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Old 04-28-2015, 04:33 PM   #1
Join Date: Nov 2014
Location: Felton, Delaware
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Noisy Rear Leaf Springs

Hey everyone, I noticed that whenever I hook up my fifth wheel to the truck and set it down into the truck, rear shocks or leaf springs start "creaking" whenever I hit bumps. Now I know I'm not even close to my payload capacity so what could it be and is there a way to correct it? Before you say that the pin weight is too heavy, know that last year I put a 3200 lb pallet in the back and it did the same thing.

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Old 04-28-2015, 04:39 PM   #2
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Most springs have metal brackets about half way between the axles and the rear shackle to keep the leafs aligned and they get loose after time. You can take large water pump pliers and squeeze them together again both across the spring and above and below the spring. Can use a couple of hammers also but wear safety goggles to keep the dirt out of your eyes.

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Old 04-30-2015, 08:44 AM   #3
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I would check for loose bolts and worn shackles. This is a know problem after some miles.
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Old 04-30-2015, 10:37 AM   #4
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Dirt can also get between each leaf and cause a creaking noise. One way to find out is take it to a car wash and spray as good as you can, from the side to help clear out any dirt. (This was a problem with I used to off-road a lot in the desert, and heard it is a problem for people who do the mud.)

This is from a GM bulletin but I would assume it could apply to any leaf spring vehicle,

Some customers may comment about a squeak noise coming from the rear of the vehicle. During normal operation, certain vehicles may exhibit a squeaking noise that may be traced to the rear leaf springs. While this noise is an operating characteristic of leaf springs, the frequency and severity of this noise will be affected by the roads that the vehicle is driven on.

This condition may be due to debris getting between the leaf springs.

To correct this condition, lubricate the rear leaf springs using the following procedure.

Important: It has been found that the application of grease to the rear leaf springs does a better job of preventing the noise from reoccurring than replacement of the spring.

Raise the vehicle on a frame lift-type hoist.
Inspect the springs for damage. If none is found, proceed to the next step.
Pressure wash the rear leaf springs to remove as much dirt and grit as possible.
Dry the springs with compressed air.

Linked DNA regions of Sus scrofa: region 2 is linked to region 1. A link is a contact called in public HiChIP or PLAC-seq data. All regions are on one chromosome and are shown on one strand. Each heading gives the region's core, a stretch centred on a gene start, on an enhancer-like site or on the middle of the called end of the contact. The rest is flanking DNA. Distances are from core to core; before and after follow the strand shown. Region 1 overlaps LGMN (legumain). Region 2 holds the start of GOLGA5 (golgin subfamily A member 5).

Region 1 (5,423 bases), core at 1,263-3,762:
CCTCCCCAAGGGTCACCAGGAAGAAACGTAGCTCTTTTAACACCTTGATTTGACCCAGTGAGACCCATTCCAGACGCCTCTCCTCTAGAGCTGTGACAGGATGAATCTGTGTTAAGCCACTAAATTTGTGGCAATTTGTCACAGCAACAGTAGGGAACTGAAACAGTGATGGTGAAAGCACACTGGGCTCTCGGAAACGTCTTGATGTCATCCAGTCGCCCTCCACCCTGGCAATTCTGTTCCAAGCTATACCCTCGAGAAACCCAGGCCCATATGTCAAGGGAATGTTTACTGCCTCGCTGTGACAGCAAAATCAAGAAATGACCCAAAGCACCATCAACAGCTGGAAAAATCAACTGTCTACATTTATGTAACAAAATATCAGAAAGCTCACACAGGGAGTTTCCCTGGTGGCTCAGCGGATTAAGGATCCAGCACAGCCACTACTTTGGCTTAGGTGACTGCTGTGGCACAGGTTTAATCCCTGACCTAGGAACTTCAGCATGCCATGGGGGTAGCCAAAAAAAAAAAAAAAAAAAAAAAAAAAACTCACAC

Apply a liberal amount of grease, GM P/N 12345996 (in Canada, use P/N 10953501), under the front and rear tip inserts for the #2 and #3 leaves, on top of the tip inserts, and in between the #1 and #2, and #2 and #3 leaves, as indicated below. A screwdriver can be used to gently pry up the tip insert; however, a rag around the screwdriver must be used to prevent damage to the spring. Use a flat-bladed tool, such as a gasket scraper to properly distribute the grease.
Lower the vehicle to the ground and test drive to verify the repair.
Please inform the customer that this will offer relief, it is by no means a lifetime repair. Periodic cleanings and grease re-application may be necessary throughout the life of the vehicle.

Also, the inserts between the leafs can wear...

And depending on age, it could be caused by the upper and/or lower spring bushings. After confirming the noise, spray down the bushings ONLY with water and see if the noise goes away.
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Old 04-30-2015, 12:27 PM   #5
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I had all kinds of noise from the suspension until I recently replaced the links and equalizer. The kit I used has wet bolts (bolts with grease fittings) I hardly have any suspension noise now! Even with the same old rusty springs, SILENCE!!. Its no wonder, the old parts were metal on metal. Now, grease fills the voids. If the noise bothers you, get a Dexter EZ Flex kit.
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Old 05-02-2015, 03:31 PM   #6
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I believe that the GM bulletin Moab posted is right on target. I have owned many heavy duty vehicles and pickups that all at some point or another developed this noisy spring issue. Usually from rust, dirt, road grime and the inserts between the springs wearing out. I have the most luck with heavier silicone lube type sprays that are waterproof.
Jack the pickup up, wheels off the ground to open and separate the springs as mush at that will allow and spray the crap out of them in between the spring layers. Leave it set with the wheels off the ground for 15 mins to 1/2 hour will get you the best results allowing the lube to seep into/under the spring layers as much as possible. I got to the point to where I do this with my Superduties every time I change the oil and service them. It has really reduced this noise issue.
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Old 05-02-2015, 10:38 PM   #7
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Oops, I thought you were talking about your TT

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